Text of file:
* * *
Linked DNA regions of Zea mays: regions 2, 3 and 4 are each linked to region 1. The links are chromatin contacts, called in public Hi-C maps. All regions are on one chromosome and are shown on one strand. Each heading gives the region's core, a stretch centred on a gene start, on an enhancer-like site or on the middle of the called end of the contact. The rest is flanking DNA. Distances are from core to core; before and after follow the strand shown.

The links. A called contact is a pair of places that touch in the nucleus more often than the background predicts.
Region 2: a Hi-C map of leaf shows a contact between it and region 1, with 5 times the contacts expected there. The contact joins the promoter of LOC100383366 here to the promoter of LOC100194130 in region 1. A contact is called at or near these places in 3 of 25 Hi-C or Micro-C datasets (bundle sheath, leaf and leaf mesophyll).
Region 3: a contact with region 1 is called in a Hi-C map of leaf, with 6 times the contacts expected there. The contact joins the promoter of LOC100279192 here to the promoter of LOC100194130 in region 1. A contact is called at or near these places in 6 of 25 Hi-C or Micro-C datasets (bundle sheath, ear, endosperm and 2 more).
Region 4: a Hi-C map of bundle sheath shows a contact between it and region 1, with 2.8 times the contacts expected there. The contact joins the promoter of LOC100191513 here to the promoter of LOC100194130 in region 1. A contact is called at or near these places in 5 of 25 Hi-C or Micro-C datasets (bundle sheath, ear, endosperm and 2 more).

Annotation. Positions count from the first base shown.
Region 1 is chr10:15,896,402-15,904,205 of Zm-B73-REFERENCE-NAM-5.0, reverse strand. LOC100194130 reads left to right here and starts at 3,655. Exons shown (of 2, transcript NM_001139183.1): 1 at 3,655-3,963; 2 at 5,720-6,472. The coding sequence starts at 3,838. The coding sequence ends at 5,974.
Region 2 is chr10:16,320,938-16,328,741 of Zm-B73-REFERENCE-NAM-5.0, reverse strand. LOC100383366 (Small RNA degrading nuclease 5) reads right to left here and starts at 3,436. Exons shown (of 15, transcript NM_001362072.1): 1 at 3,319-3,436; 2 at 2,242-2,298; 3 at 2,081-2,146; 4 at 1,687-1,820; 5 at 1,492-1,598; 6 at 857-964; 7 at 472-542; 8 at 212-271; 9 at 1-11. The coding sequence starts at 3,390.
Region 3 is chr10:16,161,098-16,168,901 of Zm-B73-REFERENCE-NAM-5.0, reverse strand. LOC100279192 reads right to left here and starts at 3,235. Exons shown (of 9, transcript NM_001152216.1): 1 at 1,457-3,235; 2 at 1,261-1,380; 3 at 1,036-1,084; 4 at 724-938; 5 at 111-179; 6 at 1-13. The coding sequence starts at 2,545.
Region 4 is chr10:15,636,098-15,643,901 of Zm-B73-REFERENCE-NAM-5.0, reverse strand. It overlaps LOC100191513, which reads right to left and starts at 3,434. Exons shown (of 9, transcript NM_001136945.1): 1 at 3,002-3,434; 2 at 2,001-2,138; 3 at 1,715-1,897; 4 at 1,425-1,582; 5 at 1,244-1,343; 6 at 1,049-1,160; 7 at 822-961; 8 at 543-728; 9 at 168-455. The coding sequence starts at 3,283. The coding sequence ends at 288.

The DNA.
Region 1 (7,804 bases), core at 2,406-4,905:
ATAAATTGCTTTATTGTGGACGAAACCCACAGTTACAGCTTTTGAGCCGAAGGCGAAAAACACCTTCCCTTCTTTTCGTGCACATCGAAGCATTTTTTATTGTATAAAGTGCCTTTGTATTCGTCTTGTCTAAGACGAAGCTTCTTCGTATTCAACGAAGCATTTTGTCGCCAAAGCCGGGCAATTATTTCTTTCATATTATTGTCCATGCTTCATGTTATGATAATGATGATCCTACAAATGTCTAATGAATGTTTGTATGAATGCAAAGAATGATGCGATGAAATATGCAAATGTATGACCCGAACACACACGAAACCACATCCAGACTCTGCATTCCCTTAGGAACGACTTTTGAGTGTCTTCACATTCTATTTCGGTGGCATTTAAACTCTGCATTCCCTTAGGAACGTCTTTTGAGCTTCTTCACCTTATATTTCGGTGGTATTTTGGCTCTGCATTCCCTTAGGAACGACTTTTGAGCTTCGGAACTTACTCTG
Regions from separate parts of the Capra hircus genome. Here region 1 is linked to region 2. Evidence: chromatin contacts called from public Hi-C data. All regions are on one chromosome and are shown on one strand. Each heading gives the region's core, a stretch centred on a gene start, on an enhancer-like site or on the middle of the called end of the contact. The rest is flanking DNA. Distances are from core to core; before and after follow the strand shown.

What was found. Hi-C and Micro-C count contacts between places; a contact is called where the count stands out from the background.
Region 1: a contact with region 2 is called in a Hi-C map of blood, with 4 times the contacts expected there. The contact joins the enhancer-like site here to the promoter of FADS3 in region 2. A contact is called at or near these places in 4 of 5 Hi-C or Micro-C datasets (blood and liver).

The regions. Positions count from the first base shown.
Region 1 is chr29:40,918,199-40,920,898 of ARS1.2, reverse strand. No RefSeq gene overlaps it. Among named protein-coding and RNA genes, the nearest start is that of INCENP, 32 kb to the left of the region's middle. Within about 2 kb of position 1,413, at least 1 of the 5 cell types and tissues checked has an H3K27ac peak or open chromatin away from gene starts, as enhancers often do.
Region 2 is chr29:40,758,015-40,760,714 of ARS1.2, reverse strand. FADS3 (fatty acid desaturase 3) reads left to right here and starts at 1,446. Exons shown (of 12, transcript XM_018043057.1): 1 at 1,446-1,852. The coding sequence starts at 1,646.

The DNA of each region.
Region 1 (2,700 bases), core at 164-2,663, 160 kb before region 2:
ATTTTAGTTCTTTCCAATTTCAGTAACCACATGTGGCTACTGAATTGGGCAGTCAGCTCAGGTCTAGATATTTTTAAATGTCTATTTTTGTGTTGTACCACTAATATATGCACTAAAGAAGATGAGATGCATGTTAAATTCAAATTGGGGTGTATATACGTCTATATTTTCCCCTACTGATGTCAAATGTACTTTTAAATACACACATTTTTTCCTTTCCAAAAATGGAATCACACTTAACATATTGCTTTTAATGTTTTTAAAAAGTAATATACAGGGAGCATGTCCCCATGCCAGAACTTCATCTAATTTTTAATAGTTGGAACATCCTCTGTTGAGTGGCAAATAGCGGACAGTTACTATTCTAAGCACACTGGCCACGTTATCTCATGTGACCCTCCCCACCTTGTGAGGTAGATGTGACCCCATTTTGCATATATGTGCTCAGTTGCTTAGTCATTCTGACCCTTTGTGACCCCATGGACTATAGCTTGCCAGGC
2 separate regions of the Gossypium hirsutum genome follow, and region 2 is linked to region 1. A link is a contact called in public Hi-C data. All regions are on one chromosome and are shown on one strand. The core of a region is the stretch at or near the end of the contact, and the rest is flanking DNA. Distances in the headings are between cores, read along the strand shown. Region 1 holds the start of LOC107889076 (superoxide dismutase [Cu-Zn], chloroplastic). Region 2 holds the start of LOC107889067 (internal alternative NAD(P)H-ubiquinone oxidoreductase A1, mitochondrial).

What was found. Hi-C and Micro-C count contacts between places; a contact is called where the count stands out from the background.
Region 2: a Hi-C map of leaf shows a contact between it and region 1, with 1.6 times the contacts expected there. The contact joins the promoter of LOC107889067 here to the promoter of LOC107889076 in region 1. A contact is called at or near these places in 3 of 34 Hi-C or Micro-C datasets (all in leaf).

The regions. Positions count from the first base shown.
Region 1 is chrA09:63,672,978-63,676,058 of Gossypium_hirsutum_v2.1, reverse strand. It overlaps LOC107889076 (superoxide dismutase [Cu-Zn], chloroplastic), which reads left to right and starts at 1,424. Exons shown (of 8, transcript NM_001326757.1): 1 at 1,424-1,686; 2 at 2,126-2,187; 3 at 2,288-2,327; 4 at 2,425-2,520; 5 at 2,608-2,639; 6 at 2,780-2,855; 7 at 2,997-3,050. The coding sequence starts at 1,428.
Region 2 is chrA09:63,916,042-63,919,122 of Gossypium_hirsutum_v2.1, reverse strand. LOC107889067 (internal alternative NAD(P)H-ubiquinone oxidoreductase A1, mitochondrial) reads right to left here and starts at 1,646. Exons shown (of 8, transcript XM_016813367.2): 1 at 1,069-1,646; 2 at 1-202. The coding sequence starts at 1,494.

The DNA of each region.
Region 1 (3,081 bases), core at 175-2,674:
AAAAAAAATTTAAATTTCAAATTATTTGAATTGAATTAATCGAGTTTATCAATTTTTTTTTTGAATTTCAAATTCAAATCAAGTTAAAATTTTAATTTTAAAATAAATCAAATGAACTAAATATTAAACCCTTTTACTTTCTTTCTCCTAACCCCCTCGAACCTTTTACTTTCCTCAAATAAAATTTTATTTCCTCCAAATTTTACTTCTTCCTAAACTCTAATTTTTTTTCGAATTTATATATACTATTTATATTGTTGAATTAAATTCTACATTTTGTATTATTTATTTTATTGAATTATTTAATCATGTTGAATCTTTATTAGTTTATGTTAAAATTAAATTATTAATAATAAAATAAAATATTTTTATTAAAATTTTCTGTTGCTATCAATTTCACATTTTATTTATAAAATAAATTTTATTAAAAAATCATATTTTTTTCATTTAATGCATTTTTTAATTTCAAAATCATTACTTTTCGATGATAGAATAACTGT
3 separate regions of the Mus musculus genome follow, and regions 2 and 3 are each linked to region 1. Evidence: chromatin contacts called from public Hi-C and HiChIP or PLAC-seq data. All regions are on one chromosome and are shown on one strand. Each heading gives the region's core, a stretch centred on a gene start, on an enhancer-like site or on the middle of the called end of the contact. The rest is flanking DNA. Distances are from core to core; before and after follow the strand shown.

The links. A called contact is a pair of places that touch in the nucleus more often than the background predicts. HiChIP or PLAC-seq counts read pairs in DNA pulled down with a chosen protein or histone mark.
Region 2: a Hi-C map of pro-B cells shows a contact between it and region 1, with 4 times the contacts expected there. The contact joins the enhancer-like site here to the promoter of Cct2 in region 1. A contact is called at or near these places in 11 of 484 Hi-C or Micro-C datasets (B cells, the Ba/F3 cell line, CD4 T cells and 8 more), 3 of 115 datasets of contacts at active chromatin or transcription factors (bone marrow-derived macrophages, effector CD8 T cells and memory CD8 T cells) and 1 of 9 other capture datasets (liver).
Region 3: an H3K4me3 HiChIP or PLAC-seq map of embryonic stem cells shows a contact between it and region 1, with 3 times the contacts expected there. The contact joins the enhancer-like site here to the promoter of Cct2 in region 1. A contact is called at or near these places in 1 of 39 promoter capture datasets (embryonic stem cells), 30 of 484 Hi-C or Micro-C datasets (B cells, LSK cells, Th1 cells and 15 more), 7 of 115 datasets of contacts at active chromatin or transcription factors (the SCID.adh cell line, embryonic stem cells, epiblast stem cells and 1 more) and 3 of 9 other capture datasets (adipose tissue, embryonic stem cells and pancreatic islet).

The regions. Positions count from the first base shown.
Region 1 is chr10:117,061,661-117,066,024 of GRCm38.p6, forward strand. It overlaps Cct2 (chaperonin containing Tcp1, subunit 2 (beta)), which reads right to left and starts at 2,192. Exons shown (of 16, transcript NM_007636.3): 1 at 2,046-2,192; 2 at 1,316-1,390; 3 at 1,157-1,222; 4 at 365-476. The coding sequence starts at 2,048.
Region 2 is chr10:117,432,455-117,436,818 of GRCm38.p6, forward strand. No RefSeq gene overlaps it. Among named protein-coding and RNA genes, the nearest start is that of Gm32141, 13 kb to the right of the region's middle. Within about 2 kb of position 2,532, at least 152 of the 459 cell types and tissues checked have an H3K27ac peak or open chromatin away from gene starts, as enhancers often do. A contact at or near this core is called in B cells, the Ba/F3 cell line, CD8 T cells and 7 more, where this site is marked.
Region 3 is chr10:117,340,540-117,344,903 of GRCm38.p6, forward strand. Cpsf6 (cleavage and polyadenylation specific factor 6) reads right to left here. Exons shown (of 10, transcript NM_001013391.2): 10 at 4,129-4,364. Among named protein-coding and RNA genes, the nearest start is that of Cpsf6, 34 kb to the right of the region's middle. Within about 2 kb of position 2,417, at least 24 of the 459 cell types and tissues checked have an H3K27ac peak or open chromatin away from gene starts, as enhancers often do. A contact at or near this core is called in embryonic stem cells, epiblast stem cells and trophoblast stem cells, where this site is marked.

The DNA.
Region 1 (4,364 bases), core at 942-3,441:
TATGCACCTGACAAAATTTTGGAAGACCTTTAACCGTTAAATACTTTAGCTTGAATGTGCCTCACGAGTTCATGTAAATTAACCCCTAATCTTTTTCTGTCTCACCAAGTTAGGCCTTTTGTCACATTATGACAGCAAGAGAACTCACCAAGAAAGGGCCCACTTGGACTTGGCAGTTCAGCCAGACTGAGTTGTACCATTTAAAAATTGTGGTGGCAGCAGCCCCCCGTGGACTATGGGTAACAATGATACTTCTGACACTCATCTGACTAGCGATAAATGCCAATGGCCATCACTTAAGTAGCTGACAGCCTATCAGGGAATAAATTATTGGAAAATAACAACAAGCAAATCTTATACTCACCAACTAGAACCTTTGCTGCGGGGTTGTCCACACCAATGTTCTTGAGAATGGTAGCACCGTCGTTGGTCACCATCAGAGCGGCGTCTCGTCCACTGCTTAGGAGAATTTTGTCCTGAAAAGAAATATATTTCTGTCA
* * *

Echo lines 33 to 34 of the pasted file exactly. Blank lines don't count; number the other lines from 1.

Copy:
The links. A called contact is a pair of places that touch in the nucleus more often than the background predicts. HiChIP or PLAC-seq counts read pairs in DNA pulled down with a chosen protein or histone mark.
Region 2: a Hi-C map of pro-B cells shows a contact between it and region 1, with 4 times the contacts expected there. The contact joins the enhancer-like site here to the promoter of Cct2 in region 1. A contact is called at or near these places in 11 of 484 Hi-C or Micro-C datasets (B cells, the Ba/F3 cell line, CD4 T cells and 8 more), 3 of 115 datasets of contacts at active chromatin or transcription factors (bone marrow-derived macrophages, effector CD8 T cells and memory CD8 T cells) and 1 of 9 other capture datasets (liver).